Investment activity rebounds for Irish fintechs

Close to $400m in investment secured in 2020 but third quarter was washout

Big investments last year included the $83.4 million joint venture acquisition of Payzone Ireland by AIB and First Data, and an $80 million funding round by Fenergo.

Big investments last year included the $83.4 million joint venture acquisition of Payzone Ireland by AIB and First Data, and an $80 million funding round by Fenergo.

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Irish fintechs secured close to $400 million (€336 million) in M&A, venture capital and private equity transactions in 2020 with investments tailing off significantly in the second half of the year.

New figures show after a record start to the year when $328.6 million was secured by Irish fintechs, just $68.6 million was raised in the latter half due to the Covid-19 crisis.

In the third quarter, $4.2 million in investment was recorded although it rebounded in the final three months of the year to $64.4 million on the back of transactions involving Immedis and Wayflyer.

The sale of Prepaid Financial Services to EML was the biggest deal of the year locally. EML originally agreed to pay 453.6 million Australian dollars (€293.5 million) for the Meath-based fintech but it later secured a €105 million reduction on the purchase price due to the crisis. Despite this, the transaction was still the largest strategic M&A fintech deal globally in the first half of 2020.

Brexit and pandemic

Other big investments last year included the $83.4 million joint venture acquisition of Payzone Ireland by AIB and First Data, and an $80 million funding round by Fenergo.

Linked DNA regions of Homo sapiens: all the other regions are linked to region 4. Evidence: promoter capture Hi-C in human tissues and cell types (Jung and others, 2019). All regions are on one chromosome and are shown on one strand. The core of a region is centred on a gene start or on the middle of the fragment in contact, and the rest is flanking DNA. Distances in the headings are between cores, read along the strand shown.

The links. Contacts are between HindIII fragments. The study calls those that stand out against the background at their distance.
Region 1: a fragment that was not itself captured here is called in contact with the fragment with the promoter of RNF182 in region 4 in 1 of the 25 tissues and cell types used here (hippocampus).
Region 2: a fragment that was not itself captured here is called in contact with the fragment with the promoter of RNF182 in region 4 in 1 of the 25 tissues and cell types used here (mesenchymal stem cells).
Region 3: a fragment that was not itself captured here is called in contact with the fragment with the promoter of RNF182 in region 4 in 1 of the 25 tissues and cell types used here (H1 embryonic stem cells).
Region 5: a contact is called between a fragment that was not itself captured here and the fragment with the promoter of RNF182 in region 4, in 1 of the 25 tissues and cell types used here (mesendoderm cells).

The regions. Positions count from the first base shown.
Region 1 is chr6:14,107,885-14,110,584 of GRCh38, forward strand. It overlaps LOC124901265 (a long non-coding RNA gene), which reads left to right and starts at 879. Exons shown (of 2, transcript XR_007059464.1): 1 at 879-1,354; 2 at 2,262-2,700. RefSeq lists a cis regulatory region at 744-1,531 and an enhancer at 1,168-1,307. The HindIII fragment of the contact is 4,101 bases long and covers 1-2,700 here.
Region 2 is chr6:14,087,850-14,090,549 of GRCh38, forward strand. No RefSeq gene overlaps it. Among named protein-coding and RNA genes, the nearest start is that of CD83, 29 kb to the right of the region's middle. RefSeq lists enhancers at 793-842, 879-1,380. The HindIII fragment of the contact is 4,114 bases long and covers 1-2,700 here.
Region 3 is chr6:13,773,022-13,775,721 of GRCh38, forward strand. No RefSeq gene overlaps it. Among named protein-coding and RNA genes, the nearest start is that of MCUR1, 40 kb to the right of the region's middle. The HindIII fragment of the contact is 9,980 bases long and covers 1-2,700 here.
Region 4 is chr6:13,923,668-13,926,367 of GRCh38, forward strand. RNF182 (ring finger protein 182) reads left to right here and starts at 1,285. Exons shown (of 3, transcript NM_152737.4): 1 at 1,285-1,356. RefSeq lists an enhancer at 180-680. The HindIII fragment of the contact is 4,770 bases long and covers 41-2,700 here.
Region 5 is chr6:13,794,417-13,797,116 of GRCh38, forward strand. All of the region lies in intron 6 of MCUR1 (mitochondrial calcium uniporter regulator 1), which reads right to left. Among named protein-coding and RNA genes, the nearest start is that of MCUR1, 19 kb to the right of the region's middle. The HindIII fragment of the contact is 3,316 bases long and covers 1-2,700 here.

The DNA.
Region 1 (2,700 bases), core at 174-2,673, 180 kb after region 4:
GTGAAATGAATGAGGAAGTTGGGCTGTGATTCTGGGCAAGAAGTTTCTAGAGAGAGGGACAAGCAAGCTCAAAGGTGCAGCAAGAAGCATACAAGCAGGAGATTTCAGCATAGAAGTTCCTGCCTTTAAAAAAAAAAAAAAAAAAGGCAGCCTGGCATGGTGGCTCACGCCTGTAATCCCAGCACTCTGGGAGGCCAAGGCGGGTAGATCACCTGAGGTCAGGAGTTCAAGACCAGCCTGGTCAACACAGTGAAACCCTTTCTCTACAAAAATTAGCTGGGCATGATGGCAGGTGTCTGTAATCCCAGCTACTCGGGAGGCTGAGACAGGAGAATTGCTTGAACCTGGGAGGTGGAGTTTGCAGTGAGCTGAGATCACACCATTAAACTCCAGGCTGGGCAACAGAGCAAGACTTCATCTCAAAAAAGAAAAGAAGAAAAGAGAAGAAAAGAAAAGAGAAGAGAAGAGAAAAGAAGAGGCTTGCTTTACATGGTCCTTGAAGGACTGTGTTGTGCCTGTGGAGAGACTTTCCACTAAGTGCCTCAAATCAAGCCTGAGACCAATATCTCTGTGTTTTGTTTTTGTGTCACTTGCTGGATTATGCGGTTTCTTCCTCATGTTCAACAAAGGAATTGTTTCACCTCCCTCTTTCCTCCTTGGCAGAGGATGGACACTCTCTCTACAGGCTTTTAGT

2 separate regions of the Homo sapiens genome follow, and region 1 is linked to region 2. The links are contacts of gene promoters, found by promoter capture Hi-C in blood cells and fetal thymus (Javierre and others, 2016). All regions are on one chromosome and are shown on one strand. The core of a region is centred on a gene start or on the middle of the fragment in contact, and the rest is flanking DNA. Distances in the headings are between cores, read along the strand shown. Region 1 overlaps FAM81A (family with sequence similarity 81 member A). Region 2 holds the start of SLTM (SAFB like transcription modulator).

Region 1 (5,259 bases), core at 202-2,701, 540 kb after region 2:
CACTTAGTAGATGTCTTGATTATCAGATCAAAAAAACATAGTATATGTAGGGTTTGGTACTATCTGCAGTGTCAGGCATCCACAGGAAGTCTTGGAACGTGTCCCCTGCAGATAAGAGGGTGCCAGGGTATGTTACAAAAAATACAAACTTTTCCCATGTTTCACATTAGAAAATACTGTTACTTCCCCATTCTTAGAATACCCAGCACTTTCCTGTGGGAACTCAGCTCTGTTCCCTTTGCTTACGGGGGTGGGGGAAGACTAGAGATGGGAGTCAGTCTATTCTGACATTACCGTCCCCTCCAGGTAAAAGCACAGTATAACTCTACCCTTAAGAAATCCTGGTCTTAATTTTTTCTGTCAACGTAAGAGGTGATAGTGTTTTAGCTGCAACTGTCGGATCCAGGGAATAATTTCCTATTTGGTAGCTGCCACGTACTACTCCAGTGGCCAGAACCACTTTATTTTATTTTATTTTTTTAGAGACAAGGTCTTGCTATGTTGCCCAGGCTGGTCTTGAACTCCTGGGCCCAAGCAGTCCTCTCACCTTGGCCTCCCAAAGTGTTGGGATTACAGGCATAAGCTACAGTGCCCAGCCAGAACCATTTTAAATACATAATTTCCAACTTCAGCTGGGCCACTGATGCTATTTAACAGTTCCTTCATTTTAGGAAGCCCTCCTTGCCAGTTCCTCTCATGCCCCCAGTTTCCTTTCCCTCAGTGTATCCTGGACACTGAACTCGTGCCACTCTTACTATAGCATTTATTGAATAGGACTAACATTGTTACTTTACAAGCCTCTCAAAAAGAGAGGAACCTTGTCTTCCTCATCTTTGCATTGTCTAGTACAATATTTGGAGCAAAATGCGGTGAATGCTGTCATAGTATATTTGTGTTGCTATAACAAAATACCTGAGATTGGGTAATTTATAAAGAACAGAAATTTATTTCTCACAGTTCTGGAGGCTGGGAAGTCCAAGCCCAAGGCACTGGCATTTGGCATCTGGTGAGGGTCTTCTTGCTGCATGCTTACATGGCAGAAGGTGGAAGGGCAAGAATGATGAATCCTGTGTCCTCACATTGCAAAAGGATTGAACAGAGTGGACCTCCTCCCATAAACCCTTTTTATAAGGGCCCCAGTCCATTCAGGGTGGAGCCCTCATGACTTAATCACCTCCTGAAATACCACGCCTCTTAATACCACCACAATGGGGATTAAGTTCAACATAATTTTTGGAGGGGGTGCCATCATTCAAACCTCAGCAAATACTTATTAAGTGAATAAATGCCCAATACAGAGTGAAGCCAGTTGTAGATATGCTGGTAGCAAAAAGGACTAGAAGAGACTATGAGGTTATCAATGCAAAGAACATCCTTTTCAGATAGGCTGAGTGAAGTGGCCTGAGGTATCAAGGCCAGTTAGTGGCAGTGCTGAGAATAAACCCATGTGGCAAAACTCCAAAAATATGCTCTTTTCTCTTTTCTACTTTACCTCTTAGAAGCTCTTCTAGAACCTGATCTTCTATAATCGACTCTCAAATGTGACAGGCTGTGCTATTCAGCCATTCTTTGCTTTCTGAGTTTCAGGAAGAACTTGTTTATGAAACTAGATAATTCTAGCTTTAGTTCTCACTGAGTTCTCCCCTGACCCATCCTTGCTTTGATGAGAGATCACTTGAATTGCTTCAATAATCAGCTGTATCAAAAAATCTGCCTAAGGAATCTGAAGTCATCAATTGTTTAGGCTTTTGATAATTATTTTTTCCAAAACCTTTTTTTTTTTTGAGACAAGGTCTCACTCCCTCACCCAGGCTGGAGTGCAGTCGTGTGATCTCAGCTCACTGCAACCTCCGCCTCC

KPMG, which compiled the data, said investment activity in Irish fintechs remains steady despite Brexit and the coronavirus pandemic.

“Ireland remains well-positioned to see increased fintech investment post-Brexit from banks and financial institutions choosing Ireland as the base for their European operations,” said Anna Scally, partner and fintech lead at KPMG in Ireland.

Incumbent banks

“As well as this outside interest, fintechs are shaking up the marketplace domestically with incumbent banks really recognising the force of their competition,” she added.

Global fintech investments totalled $105.3 billion across 2,861 deals last year, the figures show with a record $4.8 billion in VC funding in EMEA. VC investment in fintech globally rose from $40 billion across 2,834 deals to over $42 billion investment across 2,375 deals in 2020.

“A caution for 2021 will be whether smaller fintechs and start-ups will get left behind. Trends indicate that market activity is very focused on big deals with larger Irish players who are already competing successfully on the global stage. Earlier-stage companies will struggle to scale without investor backing and this will have a knock-on effect for many years to come,” said Ms Scally.